Since we had just returned from Hawaii I thought one of these tombstones was fitting.  It reads,  Aloha Macadamia   - We won't blame the macadamia but we were kind of in denial. The marketplace has spoken. Mac got aloha'ed off the aisle.          2001-2002.    Very clever! 

Another headstone read,  'Dastardly Mash - Here the brazen DASTARDLY lies. Some say that raisin caused its demise'. 1976-1991

Since it was lunchtime and we weren't going to be able to indulge in ice cream, we drove to the nearby town of Waterbury and found a brewery where we had a good meal and a stout beer.

This delicious concoction is called a Left Hand Nitro Milk Stout.  Sweet, dark delicious stout with roasted malt and coffee flavors.  When it is served the beer is erupting in swirls inside the glass looking like clouds in a thunderstorm.  Very appropriate for the day and a different and tasty brew.  And since I'm left handed.......besides, who needs Cherry Garcia! 

Driving back to Morrisville we stopped so I could get my hair cut.  While the Captain was waiting, he raced into the local grocery store and picked up three pints of Ben and Jerry's ice cream just to support the cause :)

The Captain had heard about a place called Dog Chapel that was dedicated by an artist, Stephen Huneck who was a lover of animals.  He was a successful woodcarver who eventually became an artist.  In 1994, he found out he suffered from Adult Respiratory Distress Syndrome after falling down a flight of stairs.  It left him in a coma for two months and the doctors were not hopeful.  With the help of his wife he made a full recovery but he had to relearn everything from how to walk to signing his name.  Right before the accident he had been inspired to create a series of woodcut prints based on his dog, Sally.  He completed that work and much more.  His home and studio were in St Johnsbury, Vermont, which he shared with his wife, Gwen, and three dogs: two Black Labs, Daisy and Sally, and Molly, a Golden Retriever.  Just down the road from their home is Dog Mountain where the Dog Chapel is located.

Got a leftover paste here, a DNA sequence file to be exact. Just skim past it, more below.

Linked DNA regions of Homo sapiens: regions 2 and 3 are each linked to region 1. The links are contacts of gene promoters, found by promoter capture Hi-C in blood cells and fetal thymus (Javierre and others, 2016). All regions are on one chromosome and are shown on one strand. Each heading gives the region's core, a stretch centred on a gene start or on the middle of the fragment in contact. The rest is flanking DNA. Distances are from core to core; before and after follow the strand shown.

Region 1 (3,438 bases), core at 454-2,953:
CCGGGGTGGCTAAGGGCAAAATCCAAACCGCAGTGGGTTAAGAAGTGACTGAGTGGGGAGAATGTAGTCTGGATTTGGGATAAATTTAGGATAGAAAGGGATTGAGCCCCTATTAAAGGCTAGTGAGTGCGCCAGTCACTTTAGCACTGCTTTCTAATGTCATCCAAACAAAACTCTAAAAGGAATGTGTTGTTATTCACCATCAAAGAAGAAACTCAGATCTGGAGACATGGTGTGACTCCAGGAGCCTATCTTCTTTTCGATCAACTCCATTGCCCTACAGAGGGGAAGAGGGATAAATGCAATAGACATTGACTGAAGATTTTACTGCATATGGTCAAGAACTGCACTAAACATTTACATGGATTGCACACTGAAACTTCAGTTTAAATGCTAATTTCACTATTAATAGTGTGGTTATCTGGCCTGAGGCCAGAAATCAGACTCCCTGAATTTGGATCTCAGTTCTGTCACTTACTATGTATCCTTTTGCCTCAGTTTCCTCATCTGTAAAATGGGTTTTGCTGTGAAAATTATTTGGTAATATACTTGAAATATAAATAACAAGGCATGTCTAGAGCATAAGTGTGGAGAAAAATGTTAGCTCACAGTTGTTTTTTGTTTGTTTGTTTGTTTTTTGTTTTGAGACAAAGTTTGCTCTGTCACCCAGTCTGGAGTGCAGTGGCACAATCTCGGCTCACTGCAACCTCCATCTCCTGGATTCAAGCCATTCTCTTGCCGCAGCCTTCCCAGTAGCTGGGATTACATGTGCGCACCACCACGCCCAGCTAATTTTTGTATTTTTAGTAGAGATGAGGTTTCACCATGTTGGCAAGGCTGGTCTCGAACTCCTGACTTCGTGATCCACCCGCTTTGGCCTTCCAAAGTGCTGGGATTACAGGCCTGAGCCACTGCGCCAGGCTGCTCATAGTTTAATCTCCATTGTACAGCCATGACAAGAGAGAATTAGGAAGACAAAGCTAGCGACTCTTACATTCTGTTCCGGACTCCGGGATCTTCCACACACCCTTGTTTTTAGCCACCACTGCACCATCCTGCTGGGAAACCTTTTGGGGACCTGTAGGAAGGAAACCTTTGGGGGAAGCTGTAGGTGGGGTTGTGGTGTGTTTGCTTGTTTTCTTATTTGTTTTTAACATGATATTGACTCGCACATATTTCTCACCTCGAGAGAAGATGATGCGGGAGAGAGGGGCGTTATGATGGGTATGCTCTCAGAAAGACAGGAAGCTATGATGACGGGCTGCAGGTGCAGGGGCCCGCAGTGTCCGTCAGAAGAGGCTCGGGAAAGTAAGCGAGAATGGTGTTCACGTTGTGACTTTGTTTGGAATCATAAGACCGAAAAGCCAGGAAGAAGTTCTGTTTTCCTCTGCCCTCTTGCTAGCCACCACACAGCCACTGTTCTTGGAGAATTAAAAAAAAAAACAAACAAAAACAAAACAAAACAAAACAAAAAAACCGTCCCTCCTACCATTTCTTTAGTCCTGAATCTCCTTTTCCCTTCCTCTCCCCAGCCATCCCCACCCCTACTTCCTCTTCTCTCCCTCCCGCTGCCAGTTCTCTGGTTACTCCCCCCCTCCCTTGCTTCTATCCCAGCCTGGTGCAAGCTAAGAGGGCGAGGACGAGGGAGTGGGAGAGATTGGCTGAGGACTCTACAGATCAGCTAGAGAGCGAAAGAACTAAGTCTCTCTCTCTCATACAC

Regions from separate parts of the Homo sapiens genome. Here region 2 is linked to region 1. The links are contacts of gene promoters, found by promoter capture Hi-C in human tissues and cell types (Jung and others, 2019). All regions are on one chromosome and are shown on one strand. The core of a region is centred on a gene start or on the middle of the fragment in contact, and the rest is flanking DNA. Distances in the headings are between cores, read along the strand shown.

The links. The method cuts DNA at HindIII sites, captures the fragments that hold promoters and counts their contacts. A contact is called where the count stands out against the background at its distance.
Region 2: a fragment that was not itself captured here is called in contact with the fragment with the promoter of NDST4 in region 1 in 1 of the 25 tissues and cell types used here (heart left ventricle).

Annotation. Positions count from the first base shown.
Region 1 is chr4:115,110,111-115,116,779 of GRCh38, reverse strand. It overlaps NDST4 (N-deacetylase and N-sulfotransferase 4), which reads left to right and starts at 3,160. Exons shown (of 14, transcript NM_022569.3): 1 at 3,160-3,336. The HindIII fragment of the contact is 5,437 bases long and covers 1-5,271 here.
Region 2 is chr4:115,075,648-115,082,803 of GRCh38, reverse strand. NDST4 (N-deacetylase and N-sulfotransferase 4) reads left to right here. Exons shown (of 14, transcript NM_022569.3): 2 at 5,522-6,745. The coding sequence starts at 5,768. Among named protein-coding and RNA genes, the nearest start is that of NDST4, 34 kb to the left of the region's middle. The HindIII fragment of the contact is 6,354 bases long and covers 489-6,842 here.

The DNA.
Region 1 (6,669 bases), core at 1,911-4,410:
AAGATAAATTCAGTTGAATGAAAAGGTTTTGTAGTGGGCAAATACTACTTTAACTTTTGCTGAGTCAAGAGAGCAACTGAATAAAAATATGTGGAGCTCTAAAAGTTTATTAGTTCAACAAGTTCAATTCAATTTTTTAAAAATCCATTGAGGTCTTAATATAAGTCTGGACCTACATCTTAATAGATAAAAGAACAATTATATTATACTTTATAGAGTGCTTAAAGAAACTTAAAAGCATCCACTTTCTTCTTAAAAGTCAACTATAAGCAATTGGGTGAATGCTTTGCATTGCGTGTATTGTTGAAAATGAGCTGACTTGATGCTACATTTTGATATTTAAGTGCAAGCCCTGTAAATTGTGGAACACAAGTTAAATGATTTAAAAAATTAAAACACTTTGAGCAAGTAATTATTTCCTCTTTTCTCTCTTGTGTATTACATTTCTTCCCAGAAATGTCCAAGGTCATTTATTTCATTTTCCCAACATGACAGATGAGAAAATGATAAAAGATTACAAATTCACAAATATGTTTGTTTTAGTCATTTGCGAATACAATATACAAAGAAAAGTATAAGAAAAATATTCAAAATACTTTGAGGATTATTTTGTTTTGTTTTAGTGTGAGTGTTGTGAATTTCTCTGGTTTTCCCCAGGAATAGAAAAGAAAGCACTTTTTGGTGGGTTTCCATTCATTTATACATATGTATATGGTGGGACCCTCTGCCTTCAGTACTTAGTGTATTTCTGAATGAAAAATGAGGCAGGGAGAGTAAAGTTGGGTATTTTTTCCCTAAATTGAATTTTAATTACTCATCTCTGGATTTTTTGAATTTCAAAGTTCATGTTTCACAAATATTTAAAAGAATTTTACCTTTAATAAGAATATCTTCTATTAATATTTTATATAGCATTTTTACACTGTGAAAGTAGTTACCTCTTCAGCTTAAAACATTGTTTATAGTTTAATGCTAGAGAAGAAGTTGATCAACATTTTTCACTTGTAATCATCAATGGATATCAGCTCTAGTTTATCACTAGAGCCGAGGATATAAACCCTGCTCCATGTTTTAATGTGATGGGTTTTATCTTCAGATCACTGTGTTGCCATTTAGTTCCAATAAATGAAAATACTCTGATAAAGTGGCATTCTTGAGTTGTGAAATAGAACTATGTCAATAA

Dog Chapel is set on 150 acres on a private mountaintop spot.  The grounds are always open to people and their dogs.  The property was purchased in 1995.  There is no leash law on what they named Dog Mountain.  Dogs are welcome and free to run, play, swim and meet other dogs.  

The unspoiled haven is covered with hiking trails and dog ponds.

Wild flowers were in bloom everywhere.  

There are benches along the trails with dogs always as the theme.